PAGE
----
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Mr D

Arlington Racecourse owner Richard “Dick” Duchossois with his masterpiece in the background. (Daily Herald File Photo)

An iconic businessman who helped put the Northwest suburbs in the national spotlight. A fiercely independent politician who fought for scientific advancement and human rights. A restaurateur whose name is synonymous with the unique fare and atmosphere he offered. A sports broadcasting legend whose knowledge was second only to the loyalty of his audience.

As we prepare to turn our calendars from 2022 to 2023, let’s take a look back at the influential and memorable people we leave behind.

Richard L. Duchossois

A decorated World War II hero, renowned businessman and noted philanthropist, Duchossois died Jan. 28 at his Barrington Hills home. He was 100. “Mr. D” was best known as the longtime owner of Arlington Park, the suburban jewel that brought the world’s best race horses to the Northwest suburbs. After serving under Gen. George Patton during World War II, Duchossois returned to his native Chicago and built a business empire. But among his many holdings, Arlington Park was the crown jewel. After a 1985 fire destroyed the old grandstand, Duchossois rebuilt the facility into one widely acclaimed as the finest on American soil. Duchossois’ 100th birthday came 12 days after the final race at the track, which now is being sold to the Chicago Bears.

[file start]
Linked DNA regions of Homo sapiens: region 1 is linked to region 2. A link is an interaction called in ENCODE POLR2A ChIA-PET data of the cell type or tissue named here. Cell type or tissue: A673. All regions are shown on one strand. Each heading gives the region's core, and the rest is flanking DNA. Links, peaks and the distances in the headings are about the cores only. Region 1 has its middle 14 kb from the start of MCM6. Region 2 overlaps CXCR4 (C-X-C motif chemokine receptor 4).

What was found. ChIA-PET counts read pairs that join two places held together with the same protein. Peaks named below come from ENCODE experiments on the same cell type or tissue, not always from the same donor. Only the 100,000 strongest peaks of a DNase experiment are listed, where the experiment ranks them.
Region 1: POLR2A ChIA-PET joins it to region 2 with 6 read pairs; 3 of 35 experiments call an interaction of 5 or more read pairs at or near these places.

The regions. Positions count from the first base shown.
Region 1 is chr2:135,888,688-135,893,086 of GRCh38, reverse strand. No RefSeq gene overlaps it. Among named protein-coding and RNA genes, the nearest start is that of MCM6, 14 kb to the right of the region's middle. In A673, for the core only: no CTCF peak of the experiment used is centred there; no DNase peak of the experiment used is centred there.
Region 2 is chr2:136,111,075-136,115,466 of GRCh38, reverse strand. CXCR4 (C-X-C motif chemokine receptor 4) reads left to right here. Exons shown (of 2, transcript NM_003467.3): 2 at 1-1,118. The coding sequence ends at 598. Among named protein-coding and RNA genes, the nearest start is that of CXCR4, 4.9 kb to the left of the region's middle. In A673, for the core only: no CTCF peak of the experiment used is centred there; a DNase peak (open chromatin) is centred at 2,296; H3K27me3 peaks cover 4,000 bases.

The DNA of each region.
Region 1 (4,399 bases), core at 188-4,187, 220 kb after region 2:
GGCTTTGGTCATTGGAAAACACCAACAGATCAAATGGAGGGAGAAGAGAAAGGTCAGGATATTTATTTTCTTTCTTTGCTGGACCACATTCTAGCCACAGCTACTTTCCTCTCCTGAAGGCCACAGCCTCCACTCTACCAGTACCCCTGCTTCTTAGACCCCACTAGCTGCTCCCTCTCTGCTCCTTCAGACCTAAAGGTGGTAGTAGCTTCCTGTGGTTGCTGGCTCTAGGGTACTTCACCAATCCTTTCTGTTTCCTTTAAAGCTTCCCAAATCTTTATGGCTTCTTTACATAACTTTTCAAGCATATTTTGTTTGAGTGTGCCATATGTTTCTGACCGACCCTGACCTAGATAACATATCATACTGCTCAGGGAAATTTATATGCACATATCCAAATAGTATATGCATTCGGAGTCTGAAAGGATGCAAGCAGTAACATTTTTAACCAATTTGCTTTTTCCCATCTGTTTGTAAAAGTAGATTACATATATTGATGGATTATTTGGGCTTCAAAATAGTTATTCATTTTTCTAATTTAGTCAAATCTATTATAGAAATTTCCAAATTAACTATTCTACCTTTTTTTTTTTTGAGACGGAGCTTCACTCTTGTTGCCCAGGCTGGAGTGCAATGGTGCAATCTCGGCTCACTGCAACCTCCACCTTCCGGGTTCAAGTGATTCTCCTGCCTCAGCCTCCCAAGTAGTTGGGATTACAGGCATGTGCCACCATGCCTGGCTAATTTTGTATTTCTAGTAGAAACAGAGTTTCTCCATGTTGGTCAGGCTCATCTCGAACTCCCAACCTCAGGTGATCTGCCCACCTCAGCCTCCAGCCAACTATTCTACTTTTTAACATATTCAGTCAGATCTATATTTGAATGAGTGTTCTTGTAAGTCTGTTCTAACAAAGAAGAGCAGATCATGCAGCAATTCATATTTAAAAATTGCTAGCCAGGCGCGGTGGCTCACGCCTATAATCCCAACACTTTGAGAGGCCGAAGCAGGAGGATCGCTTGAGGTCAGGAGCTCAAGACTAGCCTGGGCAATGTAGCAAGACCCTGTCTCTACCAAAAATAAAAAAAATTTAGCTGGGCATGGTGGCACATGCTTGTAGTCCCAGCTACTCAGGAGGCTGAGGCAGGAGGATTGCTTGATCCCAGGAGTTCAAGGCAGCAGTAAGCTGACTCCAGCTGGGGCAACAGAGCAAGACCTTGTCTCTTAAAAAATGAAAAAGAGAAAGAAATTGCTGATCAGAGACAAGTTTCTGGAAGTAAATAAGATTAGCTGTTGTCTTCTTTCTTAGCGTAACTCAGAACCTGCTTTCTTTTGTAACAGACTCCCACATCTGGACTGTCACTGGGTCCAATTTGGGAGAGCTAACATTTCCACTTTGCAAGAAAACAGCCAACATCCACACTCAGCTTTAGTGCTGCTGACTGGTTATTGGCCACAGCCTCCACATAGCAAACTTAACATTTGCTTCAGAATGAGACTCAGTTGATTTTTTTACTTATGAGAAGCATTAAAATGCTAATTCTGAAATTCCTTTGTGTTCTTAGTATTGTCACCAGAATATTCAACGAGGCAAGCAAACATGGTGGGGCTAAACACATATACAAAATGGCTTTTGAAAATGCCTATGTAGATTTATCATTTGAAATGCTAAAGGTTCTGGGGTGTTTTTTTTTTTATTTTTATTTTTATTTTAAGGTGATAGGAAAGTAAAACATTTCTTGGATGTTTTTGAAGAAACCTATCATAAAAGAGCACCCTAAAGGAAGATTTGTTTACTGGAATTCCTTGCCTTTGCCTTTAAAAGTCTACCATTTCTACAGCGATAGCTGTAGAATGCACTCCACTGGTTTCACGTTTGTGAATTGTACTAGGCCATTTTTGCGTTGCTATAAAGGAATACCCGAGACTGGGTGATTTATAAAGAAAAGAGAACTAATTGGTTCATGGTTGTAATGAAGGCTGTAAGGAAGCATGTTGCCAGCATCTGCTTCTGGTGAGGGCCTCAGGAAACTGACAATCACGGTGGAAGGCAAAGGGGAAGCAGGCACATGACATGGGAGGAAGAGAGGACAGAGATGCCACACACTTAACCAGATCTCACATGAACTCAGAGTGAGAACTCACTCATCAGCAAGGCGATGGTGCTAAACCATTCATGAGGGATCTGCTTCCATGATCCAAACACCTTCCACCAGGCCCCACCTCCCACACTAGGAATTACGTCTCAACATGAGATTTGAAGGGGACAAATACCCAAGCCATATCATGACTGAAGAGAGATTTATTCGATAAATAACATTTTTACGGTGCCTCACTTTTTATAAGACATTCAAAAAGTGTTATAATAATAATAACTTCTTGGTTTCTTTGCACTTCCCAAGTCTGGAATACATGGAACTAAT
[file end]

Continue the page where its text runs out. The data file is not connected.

Clyde Slocum

The former longtime superintendent of Barrington Community Unit School District 220, Slocum was remembered for combining a zest for life with a mastery of school administration. As the district’s top administrator from 1979 to 1992, he oversaw substantial growth in enrollment and facilities. After retiring, he worked for international and defense department school accrediting agencies, taking trips to Pakistan, Africa and the Middle East. Slocum died July 3. He was 92.

Frank J. Morgan

A longtime businessman who helped make Gatorade an iconic beverage, Morgan served seven years as president and COO of Quaker Oats. He was part of the team that acquired Stokely-Van Camp, Gatorade’s initial maker, for $226 million. After retiring from Quaker in 1990, Morgan served on the nonprofit boards of Glenwood Academy, Loyola University, St. Mary-of-the-Woods College in Indiana and Advocate Good Shepherd Hospital in Barrington. The Barrington resident died Oct. 15 at 97 years old.

Read more here.